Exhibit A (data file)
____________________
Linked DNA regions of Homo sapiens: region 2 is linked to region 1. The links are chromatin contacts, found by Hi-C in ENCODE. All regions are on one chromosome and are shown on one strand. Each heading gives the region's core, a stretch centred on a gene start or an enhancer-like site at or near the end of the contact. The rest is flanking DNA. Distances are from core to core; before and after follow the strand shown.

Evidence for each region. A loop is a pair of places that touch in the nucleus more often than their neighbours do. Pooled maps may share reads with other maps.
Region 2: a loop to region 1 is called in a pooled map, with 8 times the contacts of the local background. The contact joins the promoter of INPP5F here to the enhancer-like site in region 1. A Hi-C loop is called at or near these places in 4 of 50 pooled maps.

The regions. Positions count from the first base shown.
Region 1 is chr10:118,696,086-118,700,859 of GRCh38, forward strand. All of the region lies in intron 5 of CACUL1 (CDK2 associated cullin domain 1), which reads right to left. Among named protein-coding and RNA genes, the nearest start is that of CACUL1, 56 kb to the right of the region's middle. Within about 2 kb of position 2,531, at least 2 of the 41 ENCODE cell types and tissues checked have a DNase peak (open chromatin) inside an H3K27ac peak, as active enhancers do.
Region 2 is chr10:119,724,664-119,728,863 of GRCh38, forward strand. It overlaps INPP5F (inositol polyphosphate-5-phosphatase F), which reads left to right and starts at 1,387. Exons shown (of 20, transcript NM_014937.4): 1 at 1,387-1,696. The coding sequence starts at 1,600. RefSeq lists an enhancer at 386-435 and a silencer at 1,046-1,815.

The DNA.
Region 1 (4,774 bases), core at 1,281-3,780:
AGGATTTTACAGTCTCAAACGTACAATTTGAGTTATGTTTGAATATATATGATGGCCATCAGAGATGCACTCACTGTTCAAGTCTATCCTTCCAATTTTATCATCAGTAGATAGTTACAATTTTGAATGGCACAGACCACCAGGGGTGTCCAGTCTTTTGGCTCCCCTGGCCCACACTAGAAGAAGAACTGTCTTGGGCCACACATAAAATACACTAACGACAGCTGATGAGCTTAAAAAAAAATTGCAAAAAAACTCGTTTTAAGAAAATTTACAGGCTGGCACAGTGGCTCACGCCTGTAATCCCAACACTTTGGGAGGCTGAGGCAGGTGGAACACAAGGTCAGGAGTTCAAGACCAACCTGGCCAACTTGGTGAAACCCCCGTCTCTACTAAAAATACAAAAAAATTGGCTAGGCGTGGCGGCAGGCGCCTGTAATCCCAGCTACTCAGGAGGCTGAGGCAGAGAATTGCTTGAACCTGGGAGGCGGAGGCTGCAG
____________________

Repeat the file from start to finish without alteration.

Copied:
Linked DNA regions of Homo sapiens: region 2 is linked to region 1. The links are chromatin contacts, found by Hi-C in ENCODE. All regions are on one chromosome and are shown on one strand. Each heading gives the region's core, a stretch centred on a gene start or an enhancer-like site at or near the end of the contact. The rest is flanking DNA. Distances are from core to core; before and after follow the strand shown.

Evidence for each region. A loop is a pair of places that touch in the nucleus more often than their neighbours do. Pooled maps may share reads with other maps.
Region 2: a loop to region 1 is called in a pooled map, with 8 times the contacts of the local background. The contact joins the promoter of INPP5F here to the enhancer-like site in region 1. A Hi-C loop is called at or near these places in 4 of 50 pooled maps.

The regions. Positions count from the first base shown.
Region 1 is chr10:118,696,086-118,700,859 of GRCh38, forward strand. All of the region lies in intron 5 of CACUL1 (CDK2 associated cullin domain 1), which reads right to left. Among named protein-coding and RNA genes, the nearest start is that of CACUL1, 56 kb to the right of the region's middle. Within about 2 kb of position 2,531, at least 2 of the 41 ENCODE cell types and tissues checked have a DNase peak (open chromatin) inside an H3K27ac peak, as active enhancers do.
Region 2 is chr10:119,724,664-119,728,863 of GRCh38, forward strand. It overlaps INPP5F (inositol polyphosphate-5-phosphatase F), which reads left to right and starts at 1,387. Exons shown (of 20, transcript NM_014937.4): 1 at 1,387-1,696. The coding sequence starts at 1,600. RefSeq lists an enhancer at 386-435 and a silencer at 1,046-1,815.

The DNA.
Region 1 (4,774 bases), core at 1,281-3,780:
AGGATTTTACAGTCTCAAACGTACAATTTGAGTTATGTTTGAATATATATGATGGCCATCAGAGATGCACTCACTGTTCAAGTCTATCCTTCCAATTTTATCATCAGTAGATAGTTACAATTTTGAATGGCACAGACCACCAGGGGTGTCCAGTCTTTTGGCTCCCCTGGCCCACACTAGAAGAAGAACTGTCTTGGGCCACACATAAAATACACTAACGACAGCTGATGAGCTTAAAAAAAAATTGCAAAAAAACTCGTTTTAAGAAAATTTACAGGCTGGCACAGTGGCTCACGCCTGTAATCCCAACACTTTGGGAGGCTGAGGCAGGTGGAACACAAGGTCAGGAGTTCAAGACCAACCTGGCCAACTTGGTGAAACCCCCGTCTCTACTAAAAATACAAAAAAATTGGCTAGGCGTGGCGGCAGGCGCCTGTAATCCCAGCTACTCAGGAGGCTGAGGCAGAGAATTGCTTGAACCTGGGAGGCGGAGGCTGCAG